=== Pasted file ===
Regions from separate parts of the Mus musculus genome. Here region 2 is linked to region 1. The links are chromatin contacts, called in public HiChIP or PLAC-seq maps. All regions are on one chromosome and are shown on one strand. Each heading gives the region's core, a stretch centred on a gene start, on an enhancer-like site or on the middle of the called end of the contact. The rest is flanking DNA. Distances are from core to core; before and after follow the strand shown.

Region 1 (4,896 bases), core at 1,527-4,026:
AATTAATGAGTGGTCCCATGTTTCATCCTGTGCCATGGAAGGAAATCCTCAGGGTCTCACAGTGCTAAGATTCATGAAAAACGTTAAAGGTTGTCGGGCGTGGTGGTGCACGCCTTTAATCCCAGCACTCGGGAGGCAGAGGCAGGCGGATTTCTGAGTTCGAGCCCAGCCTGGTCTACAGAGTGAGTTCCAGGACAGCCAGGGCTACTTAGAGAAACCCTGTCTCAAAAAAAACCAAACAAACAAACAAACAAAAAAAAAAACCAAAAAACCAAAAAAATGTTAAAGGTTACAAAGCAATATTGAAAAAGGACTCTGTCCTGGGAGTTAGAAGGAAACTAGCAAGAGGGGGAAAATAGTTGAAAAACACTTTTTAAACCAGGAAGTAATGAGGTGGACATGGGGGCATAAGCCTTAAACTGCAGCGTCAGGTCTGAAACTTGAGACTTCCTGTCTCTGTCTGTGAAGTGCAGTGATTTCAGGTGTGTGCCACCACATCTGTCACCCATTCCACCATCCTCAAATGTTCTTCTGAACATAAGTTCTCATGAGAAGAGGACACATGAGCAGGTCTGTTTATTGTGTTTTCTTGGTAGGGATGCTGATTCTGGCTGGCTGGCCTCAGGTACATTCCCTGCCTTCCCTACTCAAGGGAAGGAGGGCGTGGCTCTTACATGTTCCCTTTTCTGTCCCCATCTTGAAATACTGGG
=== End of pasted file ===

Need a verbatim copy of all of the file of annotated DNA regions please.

Regions from separate parts of the Mus musculus genome. Here region 2 is linked to region 1. The links are chromatin contacts, called in public HiChIP or PLAC-seq maps. All regions are on one chromosome and are shown on one strand. Each heading gives the region's core, a stretch centred on a gene start, on an enhancer-like site or on the middle of the called end of the contact. The rest is flanking DNA. Distances are from core to core; before and after follow the strand shown.

Region 1 (4,896 bases), core at 1,527-4,026:
AATTAATGAGTGGTCCCATGTTTCATCCTGTGCCATGGAAGGAAATCCTCAGGGTCTCACAGTGCTAAGATTCATGAAAAACGTTAAAGGTTGTCGGGCGTGGTGGTGCACGCCTTTAATCCCAGCACTCGGGAGGCAGAGGCAGGCGGATTTCTGAGTTCGAGCCCAGCCTGGTCTACAGAGTGAGTTCCAGGACAGCCAGGGCTACTTAGAGAAACCCTGTCTCAAAAAAAACCAAACAAACAAACAAACAAAAAAAAAAACCAAAAAACCAAAAAAATGTTAAAGGTTACAAAGCAATATTGAAAAAGGACTCTGTCCTGGGAGTTAGAAGGAAACTAGCAAGAGGGGGAAAATAGTTGAAAAACACTTTTTAAACCAGGAAGTAATGAGGTGGACATGGGGGCATAAGCCTTAAACTGCAGCGTCAGGTCTGAAACTTGAGACTTCCTGTCTCTGTCTGTGAAGTGCAGTGATTTCAGGTGTGTGCCACCACATCTGTCACCCATTCCACCATCCTCAAATGTTCTTCTGAACATAAGTTCTCATGAGAAGAGGACACATGAGCAGGTCTGTTTATTGTGTTTTCTTGGTAGGGATGCTGATTCTGGCTGGCTGGCCTCAGGTACATTCCCTGCCTTCCCTACTCAAGGGAAGGAGGGCGTGGCTCTTACATGTTCCCTTTTCTGTCCCCATCTTGAAATACTGGG